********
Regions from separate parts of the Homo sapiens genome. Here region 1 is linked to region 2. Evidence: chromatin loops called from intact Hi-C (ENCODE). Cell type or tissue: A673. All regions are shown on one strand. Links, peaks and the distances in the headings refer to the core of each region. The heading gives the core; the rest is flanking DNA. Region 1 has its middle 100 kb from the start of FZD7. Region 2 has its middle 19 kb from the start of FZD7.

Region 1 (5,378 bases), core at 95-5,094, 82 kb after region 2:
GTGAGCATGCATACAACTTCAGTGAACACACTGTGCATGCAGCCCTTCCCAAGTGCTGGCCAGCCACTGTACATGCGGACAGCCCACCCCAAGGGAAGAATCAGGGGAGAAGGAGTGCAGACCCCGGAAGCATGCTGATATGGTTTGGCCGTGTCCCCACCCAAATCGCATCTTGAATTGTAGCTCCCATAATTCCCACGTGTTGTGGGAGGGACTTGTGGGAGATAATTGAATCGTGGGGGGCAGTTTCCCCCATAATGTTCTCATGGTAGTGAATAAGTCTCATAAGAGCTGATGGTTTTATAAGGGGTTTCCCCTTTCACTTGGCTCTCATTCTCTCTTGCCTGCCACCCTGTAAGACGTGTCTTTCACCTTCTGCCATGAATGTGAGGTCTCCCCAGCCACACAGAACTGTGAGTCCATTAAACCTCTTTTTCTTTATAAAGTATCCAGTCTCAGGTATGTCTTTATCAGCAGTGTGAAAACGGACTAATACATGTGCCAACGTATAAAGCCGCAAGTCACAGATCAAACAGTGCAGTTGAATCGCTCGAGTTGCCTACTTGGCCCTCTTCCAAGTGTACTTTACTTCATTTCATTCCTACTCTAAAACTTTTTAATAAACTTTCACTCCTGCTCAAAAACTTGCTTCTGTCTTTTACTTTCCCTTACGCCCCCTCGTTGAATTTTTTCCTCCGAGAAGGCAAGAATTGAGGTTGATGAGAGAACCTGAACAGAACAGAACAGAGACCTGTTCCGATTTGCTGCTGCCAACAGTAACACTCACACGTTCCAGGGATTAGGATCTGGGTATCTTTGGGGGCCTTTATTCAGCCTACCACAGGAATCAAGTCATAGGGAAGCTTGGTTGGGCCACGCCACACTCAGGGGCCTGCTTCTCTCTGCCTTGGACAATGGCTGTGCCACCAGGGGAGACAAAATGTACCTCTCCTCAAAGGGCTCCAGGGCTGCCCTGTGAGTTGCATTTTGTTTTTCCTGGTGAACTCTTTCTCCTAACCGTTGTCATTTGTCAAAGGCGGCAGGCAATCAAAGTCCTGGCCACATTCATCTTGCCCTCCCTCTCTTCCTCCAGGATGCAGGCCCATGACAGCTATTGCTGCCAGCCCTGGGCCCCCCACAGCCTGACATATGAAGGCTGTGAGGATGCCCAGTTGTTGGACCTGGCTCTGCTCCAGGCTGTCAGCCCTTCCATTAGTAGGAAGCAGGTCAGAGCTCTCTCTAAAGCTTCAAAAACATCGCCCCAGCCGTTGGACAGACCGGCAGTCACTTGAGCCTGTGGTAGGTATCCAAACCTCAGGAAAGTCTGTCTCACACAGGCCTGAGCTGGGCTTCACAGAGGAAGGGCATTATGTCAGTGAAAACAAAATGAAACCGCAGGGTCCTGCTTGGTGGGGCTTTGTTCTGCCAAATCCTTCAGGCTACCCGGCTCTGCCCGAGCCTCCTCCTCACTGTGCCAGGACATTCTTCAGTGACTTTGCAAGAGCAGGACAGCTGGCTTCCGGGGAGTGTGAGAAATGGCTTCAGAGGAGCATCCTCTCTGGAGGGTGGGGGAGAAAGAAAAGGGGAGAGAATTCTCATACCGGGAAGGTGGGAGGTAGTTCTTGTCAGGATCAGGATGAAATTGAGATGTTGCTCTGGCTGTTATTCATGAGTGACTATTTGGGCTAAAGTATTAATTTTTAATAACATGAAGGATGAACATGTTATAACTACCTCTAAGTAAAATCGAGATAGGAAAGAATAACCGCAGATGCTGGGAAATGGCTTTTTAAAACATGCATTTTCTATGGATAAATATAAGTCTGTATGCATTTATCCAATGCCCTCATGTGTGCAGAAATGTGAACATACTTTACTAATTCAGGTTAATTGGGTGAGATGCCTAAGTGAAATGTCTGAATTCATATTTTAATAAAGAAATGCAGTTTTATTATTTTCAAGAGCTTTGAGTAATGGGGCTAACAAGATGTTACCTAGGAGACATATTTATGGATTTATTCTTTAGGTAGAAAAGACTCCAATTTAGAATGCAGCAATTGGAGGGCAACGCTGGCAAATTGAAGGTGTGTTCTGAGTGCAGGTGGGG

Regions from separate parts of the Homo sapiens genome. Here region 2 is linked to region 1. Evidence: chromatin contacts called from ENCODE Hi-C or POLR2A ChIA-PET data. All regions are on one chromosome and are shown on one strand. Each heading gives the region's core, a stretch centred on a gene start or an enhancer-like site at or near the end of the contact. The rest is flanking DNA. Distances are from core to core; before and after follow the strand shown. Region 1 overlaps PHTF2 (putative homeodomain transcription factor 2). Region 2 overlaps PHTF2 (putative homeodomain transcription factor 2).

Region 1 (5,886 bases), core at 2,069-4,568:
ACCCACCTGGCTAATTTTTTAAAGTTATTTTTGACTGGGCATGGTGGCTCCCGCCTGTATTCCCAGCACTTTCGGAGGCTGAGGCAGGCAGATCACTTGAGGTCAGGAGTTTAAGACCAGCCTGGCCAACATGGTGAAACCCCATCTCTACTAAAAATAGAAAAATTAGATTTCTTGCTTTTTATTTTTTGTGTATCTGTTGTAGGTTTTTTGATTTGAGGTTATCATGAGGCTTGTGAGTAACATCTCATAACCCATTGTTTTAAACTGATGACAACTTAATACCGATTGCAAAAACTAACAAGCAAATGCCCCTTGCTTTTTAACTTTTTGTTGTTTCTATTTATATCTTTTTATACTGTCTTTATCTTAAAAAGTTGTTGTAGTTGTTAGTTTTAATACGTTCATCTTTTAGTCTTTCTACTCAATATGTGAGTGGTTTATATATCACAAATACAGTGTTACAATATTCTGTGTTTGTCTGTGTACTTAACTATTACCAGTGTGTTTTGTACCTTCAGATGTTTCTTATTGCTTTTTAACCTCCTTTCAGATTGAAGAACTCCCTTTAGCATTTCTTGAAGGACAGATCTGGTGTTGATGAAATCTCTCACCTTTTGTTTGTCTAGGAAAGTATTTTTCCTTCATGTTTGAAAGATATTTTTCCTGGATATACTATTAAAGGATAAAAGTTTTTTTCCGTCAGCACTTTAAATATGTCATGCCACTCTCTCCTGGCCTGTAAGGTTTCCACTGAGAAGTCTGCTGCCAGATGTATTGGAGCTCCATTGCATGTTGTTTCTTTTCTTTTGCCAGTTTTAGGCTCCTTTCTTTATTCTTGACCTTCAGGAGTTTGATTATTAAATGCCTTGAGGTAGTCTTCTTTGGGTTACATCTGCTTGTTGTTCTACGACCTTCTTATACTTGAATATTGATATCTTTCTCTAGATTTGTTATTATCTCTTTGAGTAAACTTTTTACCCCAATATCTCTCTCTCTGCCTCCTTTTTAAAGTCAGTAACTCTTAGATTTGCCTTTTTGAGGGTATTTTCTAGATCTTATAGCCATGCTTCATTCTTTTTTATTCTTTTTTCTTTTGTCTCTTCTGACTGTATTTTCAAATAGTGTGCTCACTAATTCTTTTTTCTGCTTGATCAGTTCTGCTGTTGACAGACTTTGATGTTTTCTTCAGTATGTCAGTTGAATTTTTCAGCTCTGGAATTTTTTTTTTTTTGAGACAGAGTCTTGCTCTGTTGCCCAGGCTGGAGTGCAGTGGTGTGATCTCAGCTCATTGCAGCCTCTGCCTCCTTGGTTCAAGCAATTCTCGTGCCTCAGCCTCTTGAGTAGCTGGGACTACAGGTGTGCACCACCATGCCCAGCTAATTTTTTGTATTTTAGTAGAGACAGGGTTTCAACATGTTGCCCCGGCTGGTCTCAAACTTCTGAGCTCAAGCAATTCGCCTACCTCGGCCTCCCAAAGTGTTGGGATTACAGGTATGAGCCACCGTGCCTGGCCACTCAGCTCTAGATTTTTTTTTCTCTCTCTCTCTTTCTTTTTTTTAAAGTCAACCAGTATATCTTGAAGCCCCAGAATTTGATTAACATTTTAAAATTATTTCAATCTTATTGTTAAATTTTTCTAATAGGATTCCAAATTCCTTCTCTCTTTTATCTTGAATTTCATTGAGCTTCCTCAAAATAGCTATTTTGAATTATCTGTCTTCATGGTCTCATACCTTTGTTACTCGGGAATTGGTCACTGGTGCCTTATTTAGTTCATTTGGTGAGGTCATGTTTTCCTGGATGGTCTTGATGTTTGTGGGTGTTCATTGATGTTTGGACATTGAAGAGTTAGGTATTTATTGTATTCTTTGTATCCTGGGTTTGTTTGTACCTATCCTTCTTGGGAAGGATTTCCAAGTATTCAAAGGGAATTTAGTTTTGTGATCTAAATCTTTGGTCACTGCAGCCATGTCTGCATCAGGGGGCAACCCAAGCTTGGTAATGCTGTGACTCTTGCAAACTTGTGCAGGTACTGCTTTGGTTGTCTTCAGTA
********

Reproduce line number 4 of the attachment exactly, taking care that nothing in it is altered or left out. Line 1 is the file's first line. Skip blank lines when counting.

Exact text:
Regions from separate parts of the Homo sapiens genome. Here region 2 is linked to region 1. Evidence: chromatin contacts called from ENCODE Hi-C or POLR2A ChIA-PET data. All regions are on one chromosome and are shown on one strand. Each heading gives the region's core, a stretch centred on a gene start or an enhancer-like site at or near the end of the contact. The rest is flanking DNA. Distances are from core to core; before and after follow the strand shown. Region 1 overlaps PHTF2 (putative homeodomain transcription factor 2). Region 2 overlaps PHTF2 (putative homeodomain transcription factor 2).